Whether or not transgenes are present in landraces in Oaxaca at present, they will inevitably be found in them as time passes, because of the nature of the indigenous agriculture I have just described. There they will persist if they confer a selective advantage on the plants in which they occur, or they may disappear if they do not confer such an advantage in the prevailing conditions.... As Ortiz-Garcia et al. have pointed out, it is unlikely that the presence of transgenes could reduce the genetic diversity of the landraces in which they might occur. In general, for the landraces of maize in Mexico or for any other populations, their genetic characteristics should remain essentially unchanged unless there is strong selection for whole constellations of characteristics from radically different strains of maize, conditions that have not been observed in southern Mexico.
My overall conclusion, therefore, is that the introduction of the transgenes currently in use for maize poses no danger to maize near its center of origin, to the Mexicans, or generally.
There are reasons to demur about all of these points, but they are theoretical. All the evidence -- and there is a good amount of it now -- points to the safety of GM crops. Not to say that there never will be any evidence to the contrary, or that they survive a cost-benefit analysis for anyone but Monsanto, but hysteria is unwarranted.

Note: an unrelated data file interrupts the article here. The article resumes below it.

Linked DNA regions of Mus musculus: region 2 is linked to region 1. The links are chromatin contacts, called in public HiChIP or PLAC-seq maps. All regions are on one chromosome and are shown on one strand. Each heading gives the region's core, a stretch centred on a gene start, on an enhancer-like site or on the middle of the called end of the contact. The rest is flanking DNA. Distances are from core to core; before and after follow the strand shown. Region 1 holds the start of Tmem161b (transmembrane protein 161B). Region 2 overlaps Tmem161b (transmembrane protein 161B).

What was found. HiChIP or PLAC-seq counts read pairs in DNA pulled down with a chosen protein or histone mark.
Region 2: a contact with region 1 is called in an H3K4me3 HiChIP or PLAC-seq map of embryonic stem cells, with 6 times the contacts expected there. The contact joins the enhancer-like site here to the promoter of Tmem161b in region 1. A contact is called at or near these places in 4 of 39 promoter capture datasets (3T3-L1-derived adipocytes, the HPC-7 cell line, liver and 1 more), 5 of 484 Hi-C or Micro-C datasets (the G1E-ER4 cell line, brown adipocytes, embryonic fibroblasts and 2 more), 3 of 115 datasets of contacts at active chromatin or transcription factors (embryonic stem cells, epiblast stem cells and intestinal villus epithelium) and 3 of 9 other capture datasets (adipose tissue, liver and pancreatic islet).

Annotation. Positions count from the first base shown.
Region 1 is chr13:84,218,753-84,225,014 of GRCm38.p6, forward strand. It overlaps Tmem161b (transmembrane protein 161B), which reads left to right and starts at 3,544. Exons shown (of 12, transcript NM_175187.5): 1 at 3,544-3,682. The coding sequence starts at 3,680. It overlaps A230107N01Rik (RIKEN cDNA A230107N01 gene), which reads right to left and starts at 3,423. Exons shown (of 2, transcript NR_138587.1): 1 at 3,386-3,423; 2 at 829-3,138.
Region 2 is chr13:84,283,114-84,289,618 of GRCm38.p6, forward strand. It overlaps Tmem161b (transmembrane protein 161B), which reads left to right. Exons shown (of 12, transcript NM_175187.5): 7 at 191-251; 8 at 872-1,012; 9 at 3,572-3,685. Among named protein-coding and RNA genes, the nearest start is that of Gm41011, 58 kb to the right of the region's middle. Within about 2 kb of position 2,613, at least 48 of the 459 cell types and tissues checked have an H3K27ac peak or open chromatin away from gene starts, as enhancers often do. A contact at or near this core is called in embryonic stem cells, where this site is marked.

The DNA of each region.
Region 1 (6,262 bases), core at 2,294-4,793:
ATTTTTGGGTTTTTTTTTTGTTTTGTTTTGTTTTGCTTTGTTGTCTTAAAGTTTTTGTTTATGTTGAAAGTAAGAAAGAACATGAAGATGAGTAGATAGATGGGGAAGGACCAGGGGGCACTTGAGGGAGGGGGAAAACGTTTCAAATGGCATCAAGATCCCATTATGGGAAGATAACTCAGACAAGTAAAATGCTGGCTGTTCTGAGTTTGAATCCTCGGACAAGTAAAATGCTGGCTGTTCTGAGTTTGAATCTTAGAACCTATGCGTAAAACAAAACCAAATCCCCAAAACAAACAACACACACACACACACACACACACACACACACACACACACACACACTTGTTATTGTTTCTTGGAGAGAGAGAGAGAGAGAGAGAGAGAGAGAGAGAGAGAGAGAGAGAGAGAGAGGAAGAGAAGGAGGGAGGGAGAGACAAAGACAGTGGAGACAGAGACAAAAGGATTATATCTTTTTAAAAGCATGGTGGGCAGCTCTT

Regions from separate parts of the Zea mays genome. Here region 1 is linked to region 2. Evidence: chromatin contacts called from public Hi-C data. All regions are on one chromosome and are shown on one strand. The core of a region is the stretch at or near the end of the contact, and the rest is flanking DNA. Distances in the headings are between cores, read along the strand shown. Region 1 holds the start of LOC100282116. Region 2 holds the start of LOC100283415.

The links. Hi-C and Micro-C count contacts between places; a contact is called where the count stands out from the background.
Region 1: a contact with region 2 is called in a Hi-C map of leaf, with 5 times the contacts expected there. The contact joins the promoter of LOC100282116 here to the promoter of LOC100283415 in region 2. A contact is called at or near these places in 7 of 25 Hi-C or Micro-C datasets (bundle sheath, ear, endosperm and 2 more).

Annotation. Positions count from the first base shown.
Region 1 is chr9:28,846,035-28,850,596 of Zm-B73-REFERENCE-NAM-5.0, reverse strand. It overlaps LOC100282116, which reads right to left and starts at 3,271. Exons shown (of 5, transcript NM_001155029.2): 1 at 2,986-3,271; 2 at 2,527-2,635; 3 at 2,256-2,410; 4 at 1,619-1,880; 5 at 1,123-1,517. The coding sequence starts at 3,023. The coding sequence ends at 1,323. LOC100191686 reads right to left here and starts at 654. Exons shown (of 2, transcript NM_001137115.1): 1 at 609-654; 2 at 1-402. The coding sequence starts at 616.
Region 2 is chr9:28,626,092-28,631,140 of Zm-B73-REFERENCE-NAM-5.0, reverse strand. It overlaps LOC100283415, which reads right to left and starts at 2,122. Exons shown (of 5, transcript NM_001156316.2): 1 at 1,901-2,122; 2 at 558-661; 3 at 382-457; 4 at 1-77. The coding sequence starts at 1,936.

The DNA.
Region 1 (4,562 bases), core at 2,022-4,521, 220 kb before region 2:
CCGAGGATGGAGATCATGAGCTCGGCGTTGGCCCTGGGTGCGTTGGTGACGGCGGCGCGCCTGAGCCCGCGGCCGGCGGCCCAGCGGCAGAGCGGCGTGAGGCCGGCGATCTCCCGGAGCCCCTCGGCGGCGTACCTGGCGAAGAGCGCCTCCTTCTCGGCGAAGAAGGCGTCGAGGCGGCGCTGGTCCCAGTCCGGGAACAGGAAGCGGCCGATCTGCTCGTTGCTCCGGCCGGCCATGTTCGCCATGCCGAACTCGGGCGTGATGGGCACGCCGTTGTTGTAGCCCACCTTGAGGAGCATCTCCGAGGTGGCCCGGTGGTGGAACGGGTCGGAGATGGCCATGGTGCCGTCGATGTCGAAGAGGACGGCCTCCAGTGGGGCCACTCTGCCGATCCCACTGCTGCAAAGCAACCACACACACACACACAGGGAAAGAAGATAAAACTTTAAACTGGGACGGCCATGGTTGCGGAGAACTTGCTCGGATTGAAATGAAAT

One may still argue that the scientific-industrial approach to the problems of industrial agriculture is not a solution at all, but rather an infinite deferral thereof, with ever-diminishing returns. In this case, it is hard to see how industrial corn addresses the problems of Oaxacan subsistance farmers except by forcing them off the land.
Raven alludes to this delicately:
Some of the genetic variability of landraces can be maintained by encouraging indigenous cultivators to keep growing their distinctive strains. To do so effectively would probably require economic incentives for the cultivators, because they are often poor and apt to seek alternative lifestyles outside of the areas to which they are indigenous.
The important point, notwithstanding Raven's cavalier attitude to Oaxacan "lifestyles," is the poverty of his understanding of maize. One need not invoke mesoamerican creation myths to appreciate that for Oaxacans (and millions of other Americans) maize is a bit more than a commodity crop whose cultivation "rationally" responds to the market's dictates. Maize is more than a "staple", more even than a "cultural signifier"; dismissing the chance, however small, that the CMV promoter, or sh2, or any other trait from US factories will inadvertently end up in the "landraces" that Zapotecs and their neighbors have been selecting carefully for millennia is, simply, colonialism.
Well. That took longer than I thought. Let us never speak of this again. Probably won't get to the rest of the internets for a while. See the Cod for this week's DI/DO madness.
If I had server space, I'd post the appropriate soundtrack here: Soundgarden's cover of "Into the Void" with lyrics by Chief Seattle. Genius. Instead, I'm going to try to enable comments, which is free, and see what happens.